As reassurances went, it was pretty good up to the point a few seconds later when blood suddenly began to run down my throat. Oh-oh. This was not good. There should have been no way past the fortress in my nostrils. This was the Terminator of all nosebleeds. I grabbed a kidney bowl and proceeded to lose yet more blood. The curtains were drawn around my bed and an ice pack was applied to my face, another to my neck. After a time the bleeding ceased. The doctor reappeared. “We’re putting you on blood pressure tablets right away,” he announced. “If that stops it, we’ll take a look at you on Monday, as planned.”
The next day I was moved a few yards around the corner into the men’s ward. My blood pressure began a swift downward trend, and such bleeds as I had were infrequent and easily stemmed by the application of an ice-pack.
Monday arrived with a foot or so of snow outside and a happy absence of nosebleeding inside. At nine o’clock a nurse deflated the catheter. At three-thirty I was taken down to the ENT clinic in a wheelchair and, to my great relief, the catheter and both tampons were removed without an ensuing bloodbath (although not without discomfort: “I’ll just do it quickly, and get it over with,” said the registrar’s assistant in perfect doctor-speak). The registrar anaesthetised both nostrils and cauterised some more spots on both sides. Then, as a special treat, he allowed me to see further up my nose than I have ever really wanted to see, courtesy of his endoscope. This was not a pretty sight, but he told me I had a tight septum, which made me feel a whole lot better, even though I wasn’t entirely sure if it was a good thing.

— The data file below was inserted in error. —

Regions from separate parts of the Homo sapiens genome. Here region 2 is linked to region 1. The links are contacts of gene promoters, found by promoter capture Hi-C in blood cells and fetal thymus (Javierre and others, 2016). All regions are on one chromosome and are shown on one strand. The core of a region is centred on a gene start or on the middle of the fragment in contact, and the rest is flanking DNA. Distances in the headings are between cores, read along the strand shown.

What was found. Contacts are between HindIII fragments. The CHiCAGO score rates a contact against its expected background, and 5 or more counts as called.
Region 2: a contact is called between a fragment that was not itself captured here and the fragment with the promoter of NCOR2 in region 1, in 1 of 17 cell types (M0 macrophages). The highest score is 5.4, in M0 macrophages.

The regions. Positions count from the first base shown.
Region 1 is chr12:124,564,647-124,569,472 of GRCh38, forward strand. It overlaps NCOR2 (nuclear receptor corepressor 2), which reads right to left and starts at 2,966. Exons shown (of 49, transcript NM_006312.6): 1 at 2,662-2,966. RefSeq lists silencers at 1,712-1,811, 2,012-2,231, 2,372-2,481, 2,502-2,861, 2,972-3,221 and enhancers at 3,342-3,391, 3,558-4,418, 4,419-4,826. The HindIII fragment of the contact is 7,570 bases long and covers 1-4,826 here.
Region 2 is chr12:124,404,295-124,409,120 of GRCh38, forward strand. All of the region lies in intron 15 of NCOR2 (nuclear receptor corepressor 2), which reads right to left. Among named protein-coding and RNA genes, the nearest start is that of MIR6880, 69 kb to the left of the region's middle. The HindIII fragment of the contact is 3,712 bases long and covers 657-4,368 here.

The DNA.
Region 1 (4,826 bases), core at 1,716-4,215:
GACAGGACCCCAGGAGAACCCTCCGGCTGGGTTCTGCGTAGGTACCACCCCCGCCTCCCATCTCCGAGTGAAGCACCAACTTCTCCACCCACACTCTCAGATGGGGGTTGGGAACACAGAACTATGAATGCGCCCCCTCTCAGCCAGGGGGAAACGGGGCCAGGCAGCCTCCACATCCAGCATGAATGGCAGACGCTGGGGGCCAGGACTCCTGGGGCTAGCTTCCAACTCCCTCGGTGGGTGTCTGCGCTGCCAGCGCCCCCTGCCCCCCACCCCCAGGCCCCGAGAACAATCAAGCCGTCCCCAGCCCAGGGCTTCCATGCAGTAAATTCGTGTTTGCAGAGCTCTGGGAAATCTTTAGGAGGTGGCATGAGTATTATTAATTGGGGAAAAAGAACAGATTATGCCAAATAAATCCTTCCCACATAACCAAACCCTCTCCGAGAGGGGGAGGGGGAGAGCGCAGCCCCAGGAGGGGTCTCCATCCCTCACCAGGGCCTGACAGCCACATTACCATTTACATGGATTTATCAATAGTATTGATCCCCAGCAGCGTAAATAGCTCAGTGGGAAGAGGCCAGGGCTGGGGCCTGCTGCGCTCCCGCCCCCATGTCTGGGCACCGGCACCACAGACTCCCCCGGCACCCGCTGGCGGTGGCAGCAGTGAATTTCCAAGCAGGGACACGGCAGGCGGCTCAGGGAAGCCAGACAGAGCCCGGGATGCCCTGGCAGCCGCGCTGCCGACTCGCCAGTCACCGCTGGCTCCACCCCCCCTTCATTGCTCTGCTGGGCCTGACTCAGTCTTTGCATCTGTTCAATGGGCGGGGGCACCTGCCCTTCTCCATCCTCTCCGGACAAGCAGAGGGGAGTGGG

“If there’s no more bleeding overnight,” he informed me, “you can go home tomorrow. Otherwise, the next step is we may have to operate.”
I was wheeled back up to the ward, feeling great. Unencumbered by tampons or catheters I actually enjoyed eating something that professed to be a corned beef salad. The evening came and went with no bleeding. I went to sleep full of hope and awoke at two in the morning still in fine fettle. I dozed off again, only to jolt awake in agony at four o’clock. Somehow my left foot had become entwined in the blanket and trapped in the bottom of the bed. I must have given my left knee a severe twist because it was throbbing like the devil. I sighed. Typical of me to accumulate injuries, in hospital of all places. Still, at least the nosebleed hadn’t returned…